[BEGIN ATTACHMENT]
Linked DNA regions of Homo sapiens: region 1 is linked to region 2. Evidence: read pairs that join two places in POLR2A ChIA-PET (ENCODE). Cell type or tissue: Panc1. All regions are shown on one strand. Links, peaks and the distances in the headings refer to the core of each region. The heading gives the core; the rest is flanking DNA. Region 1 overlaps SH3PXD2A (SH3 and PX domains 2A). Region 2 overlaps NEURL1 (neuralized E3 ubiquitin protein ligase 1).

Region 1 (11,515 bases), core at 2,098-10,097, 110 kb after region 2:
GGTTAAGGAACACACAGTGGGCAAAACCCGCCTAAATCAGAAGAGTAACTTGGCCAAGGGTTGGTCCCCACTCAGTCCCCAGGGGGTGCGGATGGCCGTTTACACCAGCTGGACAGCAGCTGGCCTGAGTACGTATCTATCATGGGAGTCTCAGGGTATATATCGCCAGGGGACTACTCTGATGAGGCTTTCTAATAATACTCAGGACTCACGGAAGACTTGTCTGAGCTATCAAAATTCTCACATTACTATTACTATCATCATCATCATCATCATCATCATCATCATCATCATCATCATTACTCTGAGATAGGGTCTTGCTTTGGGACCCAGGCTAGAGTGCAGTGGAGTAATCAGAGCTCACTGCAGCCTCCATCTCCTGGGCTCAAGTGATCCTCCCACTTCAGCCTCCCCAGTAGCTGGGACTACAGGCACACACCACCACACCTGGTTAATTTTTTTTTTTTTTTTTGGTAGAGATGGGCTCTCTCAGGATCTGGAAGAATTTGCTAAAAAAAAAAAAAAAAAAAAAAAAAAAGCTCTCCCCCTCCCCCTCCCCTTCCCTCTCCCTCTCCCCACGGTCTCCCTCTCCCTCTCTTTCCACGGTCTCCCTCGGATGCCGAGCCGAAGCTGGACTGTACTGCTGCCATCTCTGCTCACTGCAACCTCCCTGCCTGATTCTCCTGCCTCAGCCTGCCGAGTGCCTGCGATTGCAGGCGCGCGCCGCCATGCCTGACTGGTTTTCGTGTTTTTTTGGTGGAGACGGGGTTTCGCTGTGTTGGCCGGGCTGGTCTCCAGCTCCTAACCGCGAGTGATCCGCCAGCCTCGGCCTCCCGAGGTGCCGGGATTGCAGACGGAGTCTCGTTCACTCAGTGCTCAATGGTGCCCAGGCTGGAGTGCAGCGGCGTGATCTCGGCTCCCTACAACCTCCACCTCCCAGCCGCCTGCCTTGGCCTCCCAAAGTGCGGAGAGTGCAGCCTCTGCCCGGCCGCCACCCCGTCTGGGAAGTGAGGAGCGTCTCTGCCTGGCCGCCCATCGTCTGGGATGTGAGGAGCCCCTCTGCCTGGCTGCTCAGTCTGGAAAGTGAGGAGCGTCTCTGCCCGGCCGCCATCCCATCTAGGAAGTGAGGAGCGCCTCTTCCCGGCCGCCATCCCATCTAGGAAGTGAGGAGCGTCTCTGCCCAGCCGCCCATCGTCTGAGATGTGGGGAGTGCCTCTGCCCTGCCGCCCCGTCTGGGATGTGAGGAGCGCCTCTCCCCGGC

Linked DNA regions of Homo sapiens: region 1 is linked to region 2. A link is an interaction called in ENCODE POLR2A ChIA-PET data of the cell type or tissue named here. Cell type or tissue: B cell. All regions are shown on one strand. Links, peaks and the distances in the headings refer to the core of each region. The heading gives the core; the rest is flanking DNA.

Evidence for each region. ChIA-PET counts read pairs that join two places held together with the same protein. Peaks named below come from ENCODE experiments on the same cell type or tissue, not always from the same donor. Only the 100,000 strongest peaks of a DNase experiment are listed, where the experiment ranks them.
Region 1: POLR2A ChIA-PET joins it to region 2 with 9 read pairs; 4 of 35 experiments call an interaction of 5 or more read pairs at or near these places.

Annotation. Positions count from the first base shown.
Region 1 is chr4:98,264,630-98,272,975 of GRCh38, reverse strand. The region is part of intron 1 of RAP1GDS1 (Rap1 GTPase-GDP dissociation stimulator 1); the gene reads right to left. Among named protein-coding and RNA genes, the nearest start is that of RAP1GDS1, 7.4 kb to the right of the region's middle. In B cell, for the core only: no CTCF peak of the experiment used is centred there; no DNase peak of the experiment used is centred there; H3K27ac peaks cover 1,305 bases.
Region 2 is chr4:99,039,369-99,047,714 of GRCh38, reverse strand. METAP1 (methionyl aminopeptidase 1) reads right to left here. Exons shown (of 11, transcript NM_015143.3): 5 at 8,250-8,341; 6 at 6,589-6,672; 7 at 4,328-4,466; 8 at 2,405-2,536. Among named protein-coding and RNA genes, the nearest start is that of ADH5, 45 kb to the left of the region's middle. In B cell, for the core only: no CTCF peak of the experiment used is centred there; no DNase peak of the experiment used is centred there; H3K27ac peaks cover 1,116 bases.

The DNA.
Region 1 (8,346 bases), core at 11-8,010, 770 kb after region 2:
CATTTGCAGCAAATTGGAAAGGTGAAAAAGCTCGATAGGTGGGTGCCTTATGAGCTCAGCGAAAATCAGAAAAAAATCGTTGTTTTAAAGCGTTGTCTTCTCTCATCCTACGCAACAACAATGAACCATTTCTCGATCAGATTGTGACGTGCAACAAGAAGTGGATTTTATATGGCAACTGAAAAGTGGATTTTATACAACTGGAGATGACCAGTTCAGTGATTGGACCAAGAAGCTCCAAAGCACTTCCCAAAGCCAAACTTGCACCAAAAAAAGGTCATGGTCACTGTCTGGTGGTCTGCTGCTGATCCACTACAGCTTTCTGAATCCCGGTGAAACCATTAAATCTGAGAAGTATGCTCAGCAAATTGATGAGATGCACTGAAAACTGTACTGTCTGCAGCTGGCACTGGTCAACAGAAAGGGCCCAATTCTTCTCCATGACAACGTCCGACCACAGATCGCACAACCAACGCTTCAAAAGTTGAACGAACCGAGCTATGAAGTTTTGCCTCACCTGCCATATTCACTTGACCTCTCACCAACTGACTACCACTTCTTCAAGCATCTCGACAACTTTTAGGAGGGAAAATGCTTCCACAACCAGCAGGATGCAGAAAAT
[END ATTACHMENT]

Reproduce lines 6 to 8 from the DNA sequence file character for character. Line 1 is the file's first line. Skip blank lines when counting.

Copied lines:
Region 1: POLR2A ChIA-PET joins it to region 2 with 9 read pairs; 4 of 35 experiments call an interaction of 5 or more read pairs at or near these places.

Annotation. Positions count from the first base shown.
Region 1 is chr4:98,264,630-98,272,975 of GRCh38, reverse strand. The region is part of intron 1 of RAP1GDS1 (Rap1 GTPase-GDP dissociation stimulator 1); the gene reads right to left. Among named protein-coding and RNA genes, the nearest start is that of RAP1GDS1, 7.4 kb to the right of the region's middle. In B cell, for the core only: no CTCF peak of the experiment used is centred there; no DNase peak of the experiment used is centred there; H3K27ac peaks cover 1,305 bases.